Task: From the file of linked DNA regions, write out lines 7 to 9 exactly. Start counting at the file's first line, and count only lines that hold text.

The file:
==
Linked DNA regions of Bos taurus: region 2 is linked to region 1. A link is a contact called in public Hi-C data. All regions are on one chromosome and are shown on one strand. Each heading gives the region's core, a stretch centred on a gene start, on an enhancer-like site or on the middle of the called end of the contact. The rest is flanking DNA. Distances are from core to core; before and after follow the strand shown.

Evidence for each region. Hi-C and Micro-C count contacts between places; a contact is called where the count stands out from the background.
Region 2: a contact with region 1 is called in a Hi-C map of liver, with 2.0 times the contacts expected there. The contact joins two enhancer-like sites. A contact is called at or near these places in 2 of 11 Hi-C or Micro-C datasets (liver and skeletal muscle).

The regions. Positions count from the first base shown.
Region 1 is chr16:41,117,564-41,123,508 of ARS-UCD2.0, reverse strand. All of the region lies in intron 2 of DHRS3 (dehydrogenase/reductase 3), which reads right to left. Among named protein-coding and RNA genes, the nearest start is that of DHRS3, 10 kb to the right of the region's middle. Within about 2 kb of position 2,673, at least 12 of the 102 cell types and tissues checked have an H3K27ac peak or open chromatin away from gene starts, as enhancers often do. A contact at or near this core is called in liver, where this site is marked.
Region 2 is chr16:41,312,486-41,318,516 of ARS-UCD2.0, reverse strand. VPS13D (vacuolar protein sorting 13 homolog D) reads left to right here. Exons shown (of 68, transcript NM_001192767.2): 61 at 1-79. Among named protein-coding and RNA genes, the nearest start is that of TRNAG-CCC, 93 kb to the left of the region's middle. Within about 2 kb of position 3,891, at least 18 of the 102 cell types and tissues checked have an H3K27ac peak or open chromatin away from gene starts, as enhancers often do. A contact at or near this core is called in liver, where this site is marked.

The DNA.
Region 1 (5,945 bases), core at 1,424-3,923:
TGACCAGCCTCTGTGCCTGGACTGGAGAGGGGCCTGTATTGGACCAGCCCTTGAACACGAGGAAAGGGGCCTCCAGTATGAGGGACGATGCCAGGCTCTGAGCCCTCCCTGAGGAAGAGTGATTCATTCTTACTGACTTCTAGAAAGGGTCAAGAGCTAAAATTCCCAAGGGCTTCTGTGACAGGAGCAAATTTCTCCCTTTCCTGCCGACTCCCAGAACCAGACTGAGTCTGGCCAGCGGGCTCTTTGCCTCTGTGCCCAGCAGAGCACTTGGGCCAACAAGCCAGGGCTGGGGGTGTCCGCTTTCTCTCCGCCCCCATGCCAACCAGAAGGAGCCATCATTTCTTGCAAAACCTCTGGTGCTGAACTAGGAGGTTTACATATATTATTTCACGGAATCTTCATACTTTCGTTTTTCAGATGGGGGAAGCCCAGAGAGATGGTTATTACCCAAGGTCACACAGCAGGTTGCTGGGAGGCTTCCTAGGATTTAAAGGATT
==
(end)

The DNA.
Region 1 (5,945 bases), core at 1,424-3,923:
TGACCAGCCTCTGTGCCTGGACTGGAGAGGGGCCTGTATTGGACCAGCCCTTGAACACGAGGAAAGGGGCCTCCAGTATGAGGGACGATGCCAGGCTCTGAGCCCTCCCTGAGGAAGAGTGATTCATTCTTACTGACTTCTAGAAAGGGTCAAGAGCTAAAATTCCCAAGGGCTTCTGTGACAGGAGCAAATTTCTCCCTTTCCTGCCGACTCCCAGAACCAGACTGAGTCTGGCCAGCGGGCTCTTTGCCTCTGTGCCCAGCAGAGCACTTGGGCCAACAAGCCAGGGCTGGGGGTGTCCGCTTTCTCTCCGCCCCCATGCCAACCAGAAGGAGCCATCATTTCTTGCAAAACCTCTGGTGCTGAACTAGGAGGTTTACATATATTATTTCACGGAATCTTCATACTTTCGTTTTTCAGATGGGGGAAGCCCAGAGAGATGGTTATTACCCAAGGTCACACAGCAGGTTGCTGGGAGGCTTCCTAGGATTTAAAGGATT